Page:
Geoscience Research Institute

BUT IS IT AS MUCH FUN?

Richard D. Tkachuck

Origins 8(1):5-6 (1981).

EDITORIAL


    It is to be expected that where there is a diversity of opinion between groups, a misunderstanding of the other's position will inevitably result. Because of limits in resources and time it is natural to concentrate one's efforts in areas which one believes to be correct and gain only glimpses of what the other side believes to be true. The discourses between proponents of creationistic and evolutionary thought provide a good example. With their minority position and a certain defensiveness, a case could be made, however, for a claim that creationists better understand the basis from which evolutionary thought arises, than the converse. If one uses information taken from recent publications, as well as from letters to editors in journals such as Nature and Science, one is impressed at how poorly the creationist stance is understood by those of an evolutionary mind.
    The presumption that the presence of God in a scientific discipline somehow makes science unpredictable, unusable and not even much fun is a recurring and very troubling theme. If the basis of science rests on reproducibility, experimentation and model testing, the entrance and action of God into this scheme is considered to mess things up because one does not then know whether the results one sees are from natural events or the finger of God.
    Man is a creature who looks for cause and effect and is driven to place the Universe in some intellectual order. With this order comes assurance that life can be lived with only a limited number of surprises. An existence where nothing is the same from moment to moment would be most troubling. Some psychiatrists suspect that certain emotional disturbances are rooted in one's inability to see form and pattern in one's surroundings, thus leading one so affected to withdraw into some inner space, or to become wildly erratic. Thus the evolutionists' charge that the entrance of God into the natural world destroys the rational mind's ability to cope is indeed important and needs to be considered seriously.
    Let us therefore see if the charge has any validity. If one examines the number of supernatural events attributed to God or His human associates, one quickly realizes how very infrequently God has indeed put His finger unpredictably into the world about us. Using a time span of thousands of years from creation to the present, the number of observed events considered by more than a few individuals to be miraculous departures from generally observed laws of nature would probably not average more than one or two per century. This is a number far less than the numerous unique events thought by scientists to have occurred for which no solid explanation exists but which are inferred from fragmentary data.
    Even with those infrequent events of Divine origin there is a significant difference. With the exception of the creation account, the majority, if not all, of God's entrances into the human sphere have been preceded by a statement of what was going to take place. It is almost as if God realizes the importance for humankind to recognize order in his surroundings, and thus protects him from falling into a confused state by saying that He will enter the human domain and will do the following acts. Rather than providing surprises, God notifies humankind of an event so that the process can be watched and understood.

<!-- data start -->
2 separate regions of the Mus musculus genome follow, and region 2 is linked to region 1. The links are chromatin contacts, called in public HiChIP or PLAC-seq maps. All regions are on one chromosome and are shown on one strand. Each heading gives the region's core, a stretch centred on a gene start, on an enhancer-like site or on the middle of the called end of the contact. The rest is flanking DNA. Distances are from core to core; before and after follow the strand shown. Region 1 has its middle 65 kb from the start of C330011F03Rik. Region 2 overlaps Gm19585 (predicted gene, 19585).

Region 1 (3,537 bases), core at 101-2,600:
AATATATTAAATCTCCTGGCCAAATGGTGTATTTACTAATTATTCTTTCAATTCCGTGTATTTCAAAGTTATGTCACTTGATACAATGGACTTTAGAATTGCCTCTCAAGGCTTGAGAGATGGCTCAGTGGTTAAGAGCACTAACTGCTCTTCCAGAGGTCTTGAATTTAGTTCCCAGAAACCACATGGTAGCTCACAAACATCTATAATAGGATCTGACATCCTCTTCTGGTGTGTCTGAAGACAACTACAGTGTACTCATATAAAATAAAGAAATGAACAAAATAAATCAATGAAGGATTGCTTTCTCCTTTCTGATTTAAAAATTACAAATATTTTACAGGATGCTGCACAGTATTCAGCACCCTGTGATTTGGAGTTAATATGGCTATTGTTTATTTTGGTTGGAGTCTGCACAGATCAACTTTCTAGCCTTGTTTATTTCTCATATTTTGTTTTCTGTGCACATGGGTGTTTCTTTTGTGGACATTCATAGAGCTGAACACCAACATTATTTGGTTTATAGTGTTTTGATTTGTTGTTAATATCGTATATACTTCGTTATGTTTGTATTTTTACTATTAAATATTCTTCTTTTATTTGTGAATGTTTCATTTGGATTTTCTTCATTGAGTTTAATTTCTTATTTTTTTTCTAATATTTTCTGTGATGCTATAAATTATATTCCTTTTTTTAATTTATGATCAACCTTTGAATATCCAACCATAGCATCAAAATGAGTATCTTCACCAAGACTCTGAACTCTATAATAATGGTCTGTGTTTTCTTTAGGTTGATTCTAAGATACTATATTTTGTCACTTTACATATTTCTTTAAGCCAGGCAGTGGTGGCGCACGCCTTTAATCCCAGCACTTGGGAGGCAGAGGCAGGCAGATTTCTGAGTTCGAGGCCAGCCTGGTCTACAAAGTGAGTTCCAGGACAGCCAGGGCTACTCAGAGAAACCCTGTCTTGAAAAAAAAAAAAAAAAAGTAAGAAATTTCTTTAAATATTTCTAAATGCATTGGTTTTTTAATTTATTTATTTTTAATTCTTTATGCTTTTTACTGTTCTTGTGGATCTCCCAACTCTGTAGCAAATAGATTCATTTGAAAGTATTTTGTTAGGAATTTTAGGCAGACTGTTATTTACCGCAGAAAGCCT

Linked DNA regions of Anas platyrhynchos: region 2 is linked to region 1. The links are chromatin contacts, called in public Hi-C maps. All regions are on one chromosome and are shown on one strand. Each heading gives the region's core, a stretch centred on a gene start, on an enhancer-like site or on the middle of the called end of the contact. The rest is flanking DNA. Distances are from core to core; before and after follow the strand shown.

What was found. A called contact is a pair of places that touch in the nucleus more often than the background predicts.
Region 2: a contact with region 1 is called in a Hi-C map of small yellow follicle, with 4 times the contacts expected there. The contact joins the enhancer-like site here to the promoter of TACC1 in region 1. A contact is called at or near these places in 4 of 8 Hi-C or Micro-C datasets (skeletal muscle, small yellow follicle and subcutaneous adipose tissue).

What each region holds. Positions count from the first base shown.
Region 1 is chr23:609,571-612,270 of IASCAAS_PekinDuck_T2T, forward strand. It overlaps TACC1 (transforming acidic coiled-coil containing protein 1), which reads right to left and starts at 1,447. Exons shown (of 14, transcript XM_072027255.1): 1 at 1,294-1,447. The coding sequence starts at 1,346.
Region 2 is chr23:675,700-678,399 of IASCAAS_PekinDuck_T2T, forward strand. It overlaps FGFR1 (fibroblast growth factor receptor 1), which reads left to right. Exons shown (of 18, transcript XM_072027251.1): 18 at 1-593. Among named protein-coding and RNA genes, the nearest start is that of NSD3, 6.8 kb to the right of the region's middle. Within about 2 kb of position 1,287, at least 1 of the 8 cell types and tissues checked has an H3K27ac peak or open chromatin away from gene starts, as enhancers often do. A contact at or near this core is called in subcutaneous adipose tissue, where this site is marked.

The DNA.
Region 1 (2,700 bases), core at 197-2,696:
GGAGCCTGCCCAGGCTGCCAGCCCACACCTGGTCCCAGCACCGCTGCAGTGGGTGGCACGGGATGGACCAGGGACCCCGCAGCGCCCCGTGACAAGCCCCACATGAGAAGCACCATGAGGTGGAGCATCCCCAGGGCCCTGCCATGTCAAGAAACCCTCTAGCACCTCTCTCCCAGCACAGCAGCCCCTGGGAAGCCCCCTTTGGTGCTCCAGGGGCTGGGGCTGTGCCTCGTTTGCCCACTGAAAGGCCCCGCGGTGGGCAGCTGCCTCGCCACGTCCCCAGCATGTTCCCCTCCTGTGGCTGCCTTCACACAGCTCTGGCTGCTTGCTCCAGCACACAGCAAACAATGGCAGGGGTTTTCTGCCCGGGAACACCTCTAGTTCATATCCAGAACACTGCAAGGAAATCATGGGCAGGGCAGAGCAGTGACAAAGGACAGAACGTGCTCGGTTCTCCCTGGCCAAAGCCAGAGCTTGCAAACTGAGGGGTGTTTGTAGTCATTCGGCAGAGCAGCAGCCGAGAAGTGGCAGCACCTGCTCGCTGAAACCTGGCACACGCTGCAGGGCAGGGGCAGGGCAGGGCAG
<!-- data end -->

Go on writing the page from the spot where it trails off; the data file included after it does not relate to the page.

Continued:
This last consideration brings me to a final thought. Only sometimes stated but often implied is the idea that science in the presence of God is just not much fun. Part of this feeling may arise from the fact that science, in its race into the unknown, rewards the first one there with such honors as fame, position, and research grants. The Ph.D. system of education demands that the student discover something new. If it is learned that the research had been done already by another, the subsequent work is not considered sufficient to fulfill the requirements. Thus to say that what I am learning is already known by God (even though He may keep it a secret) can put a damper on the excitement of discovering the new. But this attitude should be viewed as an emotional and maturation problem rather than a scientific one.
    I should like to propose that rather than taking away from the pleasure of doing science, a knowledge of the actions of God could increase its pleasure. Subtle hints of forces and conditions in areas about which our knowledge is very limited are given when God is described as entering our world. Why could not these be used as a basis for thought and experiment?
    If science is the pursuit of knowledge, would it not be wise to use all sources of information available as a starting point? Would not the rate at which new knowledge is acquired increase, rather than decrease, as is often thought? It seems to me that instead of inhibiting the cause of science, the entry of God into the human realm could be a way to make more new and exciting discoveries of the world around us. One could only wish He did it more often.


1981

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